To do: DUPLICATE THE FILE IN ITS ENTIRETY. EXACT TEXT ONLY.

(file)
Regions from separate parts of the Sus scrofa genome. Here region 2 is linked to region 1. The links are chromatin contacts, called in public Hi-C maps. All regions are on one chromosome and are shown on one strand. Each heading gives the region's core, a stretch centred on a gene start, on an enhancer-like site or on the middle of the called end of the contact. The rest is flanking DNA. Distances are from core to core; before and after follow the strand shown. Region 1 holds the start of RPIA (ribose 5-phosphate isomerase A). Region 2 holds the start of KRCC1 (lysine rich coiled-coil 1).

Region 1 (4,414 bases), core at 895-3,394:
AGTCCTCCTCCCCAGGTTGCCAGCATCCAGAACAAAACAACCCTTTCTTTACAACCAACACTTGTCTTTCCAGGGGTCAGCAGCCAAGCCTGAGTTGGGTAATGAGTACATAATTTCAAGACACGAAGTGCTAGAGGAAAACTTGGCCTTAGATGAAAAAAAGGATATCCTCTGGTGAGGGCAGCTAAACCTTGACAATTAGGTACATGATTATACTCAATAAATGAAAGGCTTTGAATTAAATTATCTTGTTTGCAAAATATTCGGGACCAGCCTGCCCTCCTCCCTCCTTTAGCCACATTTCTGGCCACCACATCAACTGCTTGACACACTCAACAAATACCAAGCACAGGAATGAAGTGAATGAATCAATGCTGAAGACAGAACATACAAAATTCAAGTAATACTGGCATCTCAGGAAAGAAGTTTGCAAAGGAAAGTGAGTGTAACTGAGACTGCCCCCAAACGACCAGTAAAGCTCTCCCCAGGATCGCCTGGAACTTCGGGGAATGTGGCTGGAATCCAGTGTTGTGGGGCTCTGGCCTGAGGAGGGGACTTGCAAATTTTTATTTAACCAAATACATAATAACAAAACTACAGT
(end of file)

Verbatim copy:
Regions from separate parts of the Sus scrofa genome. Here region 2 is linked to region 1. The links are chromatin contacts, called in public Hi-C maps. All regions are on one chromosome and are shown on one strand. Each heading gives the region's core, a stretch centred on a gene start, on an enhancer-like site or on the middle of the called end of the contact. The rest is flanking DNA. Distances are from core to core; before and after follow the strand shown. Region 1 holds the start of RPIA (ribose 5-phosphate isomerase A). Region 2 holds the start of KRCC1 (lysine rich coiled-coil 1).

Region 1 (4,414 bases), core at 895-3,394:
AGTCCTCCTCCCCAGGTTGCCAGCATCCAGAACAAAACAACCCTTTCTTTACAACCAACACTTGTCTTTCCAGGGGTCAGCAGCCAAGCCTGAGTTGGGTAATGAGTACATAATTTCAAGACACGAAGTGCTAGAGGAAAACTTGGCCTTAGATGAAAAAAAGGATATCCTCTGGTGAGGGCAGCTAAACCTTGACAATTAGGTACATGATTATACTCAATAAATGAAAGGCTTTGAATTAAATTATCTTGTTTGCAAAATATTCGGGACCAGCCTGCCCTCCTCCCTCCTTTAGCCACATTTCTGGCCACCACATCAACTGCTTGACACACTCAACAAATACCAAGCACAGGAATGAAGTGAATGAATCAATGCTGAAGACAGAACATACAAAATTCAAGTAATACTGGCATCTCAGGAAAGAAGTTTGCAAAGGAAAGTGAGTGTAACTGAGACTGCCCCCAAACGACCAGTAAAGCTCTCCCCAGGATCGCCTGGAACTTCGGGGAATGTGGCTGGAATCCAGTGTTGTGGGGCTCTGGCCTGAGGAGGGGACTTGCAAATTTTTATTTAACCAAATACATAATAACAAAACTACAGT